MOSCOW, December 11 (RIA Novosti) – Russia ranks highest in the world among upper-middle-income countries affected by terrorism and ninth overall, according to a new report by an Australian think-tank.
Other former Soviet republics ranked considerably lower in the Global Terrorism Index*, a new measure of the impact of terrorism, released last week by the Institute for Economics Peace (IEP).
The rating assesses 158 countries over the past 10 years, factoring in the number of attacks and casualties, as well as relevant factors such as relationship networks, human rights, group grievances and governance.
The majority of terrorist attacks in Russia, the report found, took place in the volatile North Caucasus region, where a low-intensity Islamic insurgency has simmered for years. About 45 percent of the country’s attacks have targeted police officers and government officials, the IEP said.
The 2004 siege by Chechen rebels of a school in Beslan, in the North Caucasus republic of North Ossetia, remains the third-deadliest terrorist attack in the world since 2002, the report added.
The report labeled Russia a “hybrid regime” – a relatively prosperous country with limited civil liberties – and noted that this type of country suffers the most from terrorism in terms of attacks and casualties.
Countries with greatest risk of terrorism
On Tuesday, Federal Security Service (FSB) chief Alexander Bortnikov said Russian authorities have thwarted 92 terrorist attacks in 2012 and detained more than 600 terrorism suspects and accomplices.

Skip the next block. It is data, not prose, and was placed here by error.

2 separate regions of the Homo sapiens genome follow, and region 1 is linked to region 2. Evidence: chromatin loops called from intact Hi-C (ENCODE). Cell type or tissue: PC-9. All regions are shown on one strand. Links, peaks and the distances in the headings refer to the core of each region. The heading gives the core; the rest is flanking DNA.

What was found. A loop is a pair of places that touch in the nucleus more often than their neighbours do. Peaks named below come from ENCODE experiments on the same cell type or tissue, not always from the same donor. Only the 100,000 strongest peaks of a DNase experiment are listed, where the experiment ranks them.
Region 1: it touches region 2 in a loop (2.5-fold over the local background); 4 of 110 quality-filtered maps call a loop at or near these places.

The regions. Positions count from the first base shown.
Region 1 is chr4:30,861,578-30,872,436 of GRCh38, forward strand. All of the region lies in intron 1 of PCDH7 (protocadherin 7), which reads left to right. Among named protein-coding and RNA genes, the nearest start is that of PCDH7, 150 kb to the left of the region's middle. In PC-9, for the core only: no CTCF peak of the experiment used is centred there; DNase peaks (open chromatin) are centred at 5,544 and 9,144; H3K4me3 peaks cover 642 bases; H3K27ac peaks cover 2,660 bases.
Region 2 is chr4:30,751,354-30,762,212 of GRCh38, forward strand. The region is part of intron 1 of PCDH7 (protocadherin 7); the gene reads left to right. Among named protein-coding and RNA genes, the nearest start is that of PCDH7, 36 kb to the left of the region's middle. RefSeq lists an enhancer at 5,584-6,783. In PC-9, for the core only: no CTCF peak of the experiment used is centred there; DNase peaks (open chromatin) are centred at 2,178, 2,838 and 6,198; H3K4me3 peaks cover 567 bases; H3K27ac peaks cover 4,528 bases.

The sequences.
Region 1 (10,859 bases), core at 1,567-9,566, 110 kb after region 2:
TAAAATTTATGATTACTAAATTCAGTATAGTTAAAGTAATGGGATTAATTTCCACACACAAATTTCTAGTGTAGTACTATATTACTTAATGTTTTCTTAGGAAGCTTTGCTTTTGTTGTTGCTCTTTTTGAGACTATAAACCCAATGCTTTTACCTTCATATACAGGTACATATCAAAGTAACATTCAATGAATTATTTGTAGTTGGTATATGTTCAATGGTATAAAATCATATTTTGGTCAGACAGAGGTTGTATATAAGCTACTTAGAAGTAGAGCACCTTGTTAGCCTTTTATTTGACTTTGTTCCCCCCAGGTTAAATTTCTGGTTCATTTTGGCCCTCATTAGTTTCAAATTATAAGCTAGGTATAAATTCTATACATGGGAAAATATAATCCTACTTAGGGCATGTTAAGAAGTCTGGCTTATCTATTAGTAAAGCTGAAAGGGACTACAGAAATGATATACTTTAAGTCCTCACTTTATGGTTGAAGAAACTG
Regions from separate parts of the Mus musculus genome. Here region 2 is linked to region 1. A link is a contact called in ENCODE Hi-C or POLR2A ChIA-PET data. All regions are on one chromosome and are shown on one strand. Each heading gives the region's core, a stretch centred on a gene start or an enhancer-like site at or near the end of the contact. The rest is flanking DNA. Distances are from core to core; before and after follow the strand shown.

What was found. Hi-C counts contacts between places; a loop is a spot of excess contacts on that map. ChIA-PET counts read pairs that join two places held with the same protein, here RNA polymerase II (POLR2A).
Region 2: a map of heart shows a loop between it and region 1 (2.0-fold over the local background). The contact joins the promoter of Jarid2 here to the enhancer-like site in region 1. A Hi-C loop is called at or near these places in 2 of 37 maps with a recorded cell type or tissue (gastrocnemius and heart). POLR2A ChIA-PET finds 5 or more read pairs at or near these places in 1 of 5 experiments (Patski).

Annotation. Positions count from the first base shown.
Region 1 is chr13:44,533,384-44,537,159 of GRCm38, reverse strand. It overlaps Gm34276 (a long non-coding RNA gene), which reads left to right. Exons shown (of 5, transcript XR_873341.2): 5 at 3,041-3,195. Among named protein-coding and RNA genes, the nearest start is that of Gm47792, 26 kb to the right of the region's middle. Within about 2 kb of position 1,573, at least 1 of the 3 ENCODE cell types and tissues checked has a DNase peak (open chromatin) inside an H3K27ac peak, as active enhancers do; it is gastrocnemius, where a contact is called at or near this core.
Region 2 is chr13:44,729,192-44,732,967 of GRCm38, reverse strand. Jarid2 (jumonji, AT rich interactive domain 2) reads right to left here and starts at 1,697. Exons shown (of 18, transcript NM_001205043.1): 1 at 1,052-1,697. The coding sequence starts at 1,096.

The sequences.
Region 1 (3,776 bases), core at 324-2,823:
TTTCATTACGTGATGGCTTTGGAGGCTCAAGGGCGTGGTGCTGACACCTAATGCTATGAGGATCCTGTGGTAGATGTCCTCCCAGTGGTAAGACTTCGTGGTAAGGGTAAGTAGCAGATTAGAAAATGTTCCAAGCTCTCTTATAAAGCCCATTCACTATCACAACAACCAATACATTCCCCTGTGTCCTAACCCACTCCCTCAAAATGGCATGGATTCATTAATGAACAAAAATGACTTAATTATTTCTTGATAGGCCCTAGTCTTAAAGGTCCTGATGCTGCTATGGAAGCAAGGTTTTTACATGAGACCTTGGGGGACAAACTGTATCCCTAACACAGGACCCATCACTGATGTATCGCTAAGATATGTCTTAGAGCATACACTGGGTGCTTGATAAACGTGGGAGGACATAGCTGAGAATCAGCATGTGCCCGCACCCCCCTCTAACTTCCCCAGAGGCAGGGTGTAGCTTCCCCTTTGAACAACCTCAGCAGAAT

Viktor Orlov, deputy head of Russia’s National Anti-Terrorism Committee (NAC), said earlier that more than 260 terrorism-related crimes took place in 2012, compared to 365 in 2011.
The other countries in the top 10, from greatest impact of terrorism to least, were Iraq, Pakistan, Afghanistan, India, Yemen, Somalia, Nigeria, Thailand and the Philippines.
Among other former Soviet republics, Belarus trailed behind Russia as a distant second, at 32nd place in the index. The Belarusian capital Minsk was hit by a subway bombing in April 2011, which left 15 people dead and led to the prompt execution of two young Belarusian men convicted of plotting the attack.
The Central Asian republics appeared even lower on the list, despite ongoing claims of a terror threat by several of their governments.
Kazakhstan ranked the highest in Central Asia, at 47th place, while Tajikistan came in at 59th, Uzbekistan at 86th and Kyrgyzstan at 92nd. The report found no impact of terrorism in Turkmenistan, identified by human rights activists as a closed, authoritarian regime.
In recent years, NATO’s anti-terrorism campaign in Afghanistan and the alliance’s impending pull-out have heightened fears that Islamic terrorism could seep through the region’s porous borders into the ex-Soviet Central Asian states.
*An earlier version of this story incorrectly named the report the Global Terrorism Index for 2011.